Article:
Gaming company Razer is converting some of its manufacturing lines to make face masks and aid in the coronavirus fight.
Razer making face masks to aid coronavirus fight
Company CEO Min-Liang Tan took to Twitter to announce Razer's role in the coronavirus effort. "Over the past few days, our designers and engineers have been working 24-hour shifts to convert some of our existing manufacturing lines to produce surgical masks so that we can donate them to countries around the world," Min-Liang said in his sizable thread.
Min-Liang says that Razer is donating its phone production lines. Additionally, the company intends to produce 1 million face masks to donate to the coronavirus fight in China, where the COVID-19 disease is most lethal. The disease itself started in the Hubei province of Wuhan, China, back in December. China is the largest victim of the coronavirus pandemic, with more deaths there than anywhere else (including South Korea and Italy).
Razer just made a 5G router that doubles as a wireless hotspot for gamers, so it's no stranger to making products outside of phones when it has to.
Face masks are in short supply
Razer's efforts are commendable in light of the current face mask supply shortage. Photos from China of citizens wearing face masks are all across the globe. Medical experts are discouraging TV watchers on local news shows from buying them. Doctors want citizens to leave face masks for medical personnel and those who are sick.
Face masks are important as doctors and nurses use them when performing medical procedures on or with patients. In the event of a major shortage or outage, doctors and nurses can't protect themselves against coronavirus.
Face masks are a good idea for those who think they might have COVID-19. Alongside a mask shortage, there are also few coronavirus testing supplies in the US. The latest count from the presidential cabinet yesterday is that 1300 people have been tested for coronavirus. With such a huge upswing of coronavirus infections in Washington state, for example, there's simply no way to tell how many individuals are sick with COVID-19.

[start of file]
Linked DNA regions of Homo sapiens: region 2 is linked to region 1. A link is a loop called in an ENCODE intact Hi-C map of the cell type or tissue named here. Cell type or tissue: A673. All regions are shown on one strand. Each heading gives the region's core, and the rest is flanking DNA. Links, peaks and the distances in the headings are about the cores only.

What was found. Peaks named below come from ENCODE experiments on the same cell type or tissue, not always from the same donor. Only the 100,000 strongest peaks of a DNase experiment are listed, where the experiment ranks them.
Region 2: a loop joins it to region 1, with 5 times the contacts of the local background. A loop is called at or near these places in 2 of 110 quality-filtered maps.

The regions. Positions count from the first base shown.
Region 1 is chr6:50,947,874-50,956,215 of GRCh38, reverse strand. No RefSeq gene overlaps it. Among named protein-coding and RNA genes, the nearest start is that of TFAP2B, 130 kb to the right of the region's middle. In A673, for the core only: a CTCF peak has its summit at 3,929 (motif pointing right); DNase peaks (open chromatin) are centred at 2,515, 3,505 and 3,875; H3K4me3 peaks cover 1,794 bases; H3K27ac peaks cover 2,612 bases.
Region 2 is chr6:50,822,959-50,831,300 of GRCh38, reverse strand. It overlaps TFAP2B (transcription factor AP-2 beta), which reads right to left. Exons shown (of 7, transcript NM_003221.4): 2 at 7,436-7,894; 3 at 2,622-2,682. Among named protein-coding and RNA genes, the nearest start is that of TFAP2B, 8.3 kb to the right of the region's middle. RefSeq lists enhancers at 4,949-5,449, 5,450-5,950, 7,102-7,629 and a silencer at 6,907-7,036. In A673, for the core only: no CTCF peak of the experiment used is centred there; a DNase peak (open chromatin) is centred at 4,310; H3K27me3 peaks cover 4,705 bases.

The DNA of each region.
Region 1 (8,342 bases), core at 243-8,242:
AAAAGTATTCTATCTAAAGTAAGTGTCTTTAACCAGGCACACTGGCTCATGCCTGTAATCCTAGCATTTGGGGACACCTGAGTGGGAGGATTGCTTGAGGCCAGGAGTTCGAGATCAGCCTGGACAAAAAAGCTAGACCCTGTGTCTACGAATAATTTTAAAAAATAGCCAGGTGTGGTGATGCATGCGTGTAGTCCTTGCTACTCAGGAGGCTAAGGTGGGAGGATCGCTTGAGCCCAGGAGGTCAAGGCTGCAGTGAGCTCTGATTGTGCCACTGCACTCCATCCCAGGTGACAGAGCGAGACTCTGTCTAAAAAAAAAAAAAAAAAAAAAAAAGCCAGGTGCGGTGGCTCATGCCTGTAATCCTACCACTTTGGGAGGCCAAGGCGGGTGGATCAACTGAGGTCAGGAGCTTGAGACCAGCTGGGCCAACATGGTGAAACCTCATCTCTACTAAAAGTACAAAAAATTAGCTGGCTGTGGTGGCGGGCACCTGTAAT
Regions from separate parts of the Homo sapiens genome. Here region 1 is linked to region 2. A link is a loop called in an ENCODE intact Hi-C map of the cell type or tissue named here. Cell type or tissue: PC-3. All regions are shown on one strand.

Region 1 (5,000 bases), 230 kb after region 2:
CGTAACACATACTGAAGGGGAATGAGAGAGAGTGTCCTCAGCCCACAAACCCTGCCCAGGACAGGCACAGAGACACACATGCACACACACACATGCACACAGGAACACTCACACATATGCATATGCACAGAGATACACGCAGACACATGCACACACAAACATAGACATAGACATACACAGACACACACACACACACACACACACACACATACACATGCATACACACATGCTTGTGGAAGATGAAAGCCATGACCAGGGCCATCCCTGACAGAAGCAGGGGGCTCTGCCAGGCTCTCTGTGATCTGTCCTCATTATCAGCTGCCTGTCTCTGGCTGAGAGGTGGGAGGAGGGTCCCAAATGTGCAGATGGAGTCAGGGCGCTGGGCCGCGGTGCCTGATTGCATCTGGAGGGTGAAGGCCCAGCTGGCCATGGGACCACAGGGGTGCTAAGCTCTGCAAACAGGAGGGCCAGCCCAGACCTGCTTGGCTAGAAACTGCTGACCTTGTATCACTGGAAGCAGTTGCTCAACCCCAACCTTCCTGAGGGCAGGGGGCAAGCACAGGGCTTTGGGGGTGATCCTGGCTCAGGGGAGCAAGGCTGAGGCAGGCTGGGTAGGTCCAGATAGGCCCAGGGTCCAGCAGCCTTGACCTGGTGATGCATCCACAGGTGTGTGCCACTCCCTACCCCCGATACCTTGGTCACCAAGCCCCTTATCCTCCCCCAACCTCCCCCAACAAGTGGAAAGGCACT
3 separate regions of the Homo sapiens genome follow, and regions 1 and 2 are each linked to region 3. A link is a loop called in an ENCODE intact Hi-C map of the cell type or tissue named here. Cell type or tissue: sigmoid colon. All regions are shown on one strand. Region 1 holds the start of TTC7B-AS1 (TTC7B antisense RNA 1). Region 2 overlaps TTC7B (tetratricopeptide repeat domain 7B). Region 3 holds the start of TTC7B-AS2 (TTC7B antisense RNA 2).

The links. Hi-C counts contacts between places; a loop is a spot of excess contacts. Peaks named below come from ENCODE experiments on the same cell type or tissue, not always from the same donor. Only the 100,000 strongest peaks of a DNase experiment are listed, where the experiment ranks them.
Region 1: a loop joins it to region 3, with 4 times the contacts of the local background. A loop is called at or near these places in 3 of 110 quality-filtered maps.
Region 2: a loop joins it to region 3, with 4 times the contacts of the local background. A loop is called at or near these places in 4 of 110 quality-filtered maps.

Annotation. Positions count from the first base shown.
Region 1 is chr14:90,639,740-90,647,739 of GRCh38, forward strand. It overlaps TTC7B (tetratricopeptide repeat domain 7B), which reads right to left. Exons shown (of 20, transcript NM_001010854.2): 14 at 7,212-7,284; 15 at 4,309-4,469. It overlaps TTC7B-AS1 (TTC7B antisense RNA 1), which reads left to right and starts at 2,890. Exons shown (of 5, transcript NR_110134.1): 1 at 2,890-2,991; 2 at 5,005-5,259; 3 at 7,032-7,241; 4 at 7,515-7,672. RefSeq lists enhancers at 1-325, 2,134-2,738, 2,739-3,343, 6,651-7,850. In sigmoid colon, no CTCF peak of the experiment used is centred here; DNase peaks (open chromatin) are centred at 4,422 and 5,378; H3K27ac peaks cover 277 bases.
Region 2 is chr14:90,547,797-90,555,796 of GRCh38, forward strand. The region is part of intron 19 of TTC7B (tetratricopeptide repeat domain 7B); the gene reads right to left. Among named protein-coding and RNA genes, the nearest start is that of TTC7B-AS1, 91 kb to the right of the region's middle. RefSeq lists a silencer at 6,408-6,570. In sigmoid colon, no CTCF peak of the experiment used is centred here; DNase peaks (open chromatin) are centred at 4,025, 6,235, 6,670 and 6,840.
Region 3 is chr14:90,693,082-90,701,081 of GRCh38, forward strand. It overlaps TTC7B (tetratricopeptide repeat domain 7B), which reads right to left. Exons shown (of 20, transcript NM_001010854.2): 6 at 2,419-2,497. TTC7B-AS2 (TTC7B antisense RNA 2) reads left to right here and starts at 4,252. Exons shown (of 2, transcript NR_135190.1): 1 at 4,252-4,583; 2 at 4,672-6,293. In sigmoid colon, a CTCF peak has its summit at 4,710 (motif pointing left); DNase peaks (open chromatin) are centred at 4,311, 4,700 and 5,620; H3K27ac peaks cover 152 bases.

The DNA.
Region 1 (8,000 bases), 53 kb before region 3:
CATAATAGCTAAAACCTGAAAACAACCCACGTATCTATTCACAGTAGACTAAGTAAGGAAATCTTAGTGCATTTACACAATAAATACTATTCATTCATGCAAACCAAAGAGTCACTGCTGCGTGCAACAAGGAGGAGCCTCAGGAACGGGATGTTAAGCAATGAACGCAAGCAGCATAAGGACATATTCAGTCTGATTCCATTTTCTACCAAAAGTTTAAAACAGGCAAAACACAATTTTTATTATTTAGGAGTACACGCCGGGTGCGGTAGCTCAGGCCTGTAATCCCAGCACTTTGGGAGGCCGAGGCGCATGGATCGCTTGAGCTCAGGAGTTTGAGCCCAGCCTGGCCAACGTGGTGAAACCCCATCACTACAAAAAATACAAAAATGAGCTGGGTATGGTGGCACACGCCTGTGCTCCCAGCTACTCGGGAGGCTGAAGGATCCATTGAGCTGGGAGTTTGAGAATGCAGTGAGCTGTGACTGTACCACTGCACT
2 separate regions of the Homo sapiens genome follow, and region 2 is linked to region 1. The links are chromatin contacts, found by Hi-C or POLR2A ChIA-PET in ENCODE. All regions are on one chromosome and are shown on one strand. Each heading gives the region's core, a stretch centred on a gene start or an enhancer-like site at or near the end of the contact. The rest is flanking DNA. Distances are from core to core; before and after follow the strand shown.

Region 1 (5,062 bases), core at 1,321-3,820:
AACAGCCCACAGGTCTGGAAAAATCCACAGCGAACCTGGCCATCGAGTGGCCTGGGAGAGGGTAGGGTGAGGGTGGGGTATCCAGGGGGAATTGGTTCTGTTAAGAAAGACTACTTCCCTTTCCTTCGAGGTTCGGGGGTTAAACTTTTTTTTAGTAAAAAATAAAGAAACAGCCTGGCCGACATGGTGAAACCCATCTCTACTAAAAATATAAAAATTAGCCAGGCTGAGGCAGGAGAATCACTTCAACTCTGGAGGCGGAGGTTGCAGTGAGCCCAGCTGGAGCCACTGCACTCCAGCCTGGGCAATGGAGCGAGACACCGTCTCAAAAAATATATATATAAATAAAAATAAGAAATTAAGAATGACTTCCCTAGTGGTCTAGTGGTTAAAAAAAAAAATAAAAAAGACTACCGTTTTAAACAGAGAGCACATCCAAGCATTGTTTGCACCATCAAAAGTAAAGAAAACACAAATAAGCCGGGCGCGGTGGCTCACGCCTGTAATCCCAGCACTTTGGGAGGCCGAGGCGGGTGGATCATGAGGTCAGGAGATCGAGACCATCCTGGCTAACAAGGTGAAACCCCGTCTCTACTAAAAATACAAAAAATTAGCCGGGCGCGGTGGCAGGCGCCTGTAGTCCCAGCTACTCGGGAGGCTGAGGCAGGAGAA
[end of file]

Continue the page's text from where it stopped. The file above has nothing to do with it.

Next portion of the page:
The Razer CEO says that Razer intends to service face masks not only in China, but also in other countries where Razer offices are. "This emergency conversion of some of our lines and donation of masks is the first step of many that @Razer will take," Min-Liang says, a sign that more contribution from Razer is expected in the coming days, weeks, and months.
Face masks and coronavirus
Face masks are one go-to source, alongside gloves, as means of personal protection for global citizens, but face masks cannot truly prevent infection. Doctors say that other activities, such as washing one's hands and practicing generally good hygiene, are ways to stave off a coronavirus infection. Face masks are six times more expensive to acquire now than before the outbreak.
Gloves, like face masks, are also in short supply, as is hand sanitizer.
With little sign of the virus slowing down, US President Donald Trump is telling Americans to stay inside and socially distance themselves by self-quarantining at home, sick or not. To avoid potential infection, citizens should limit themselves to gatherings of 10 people or less.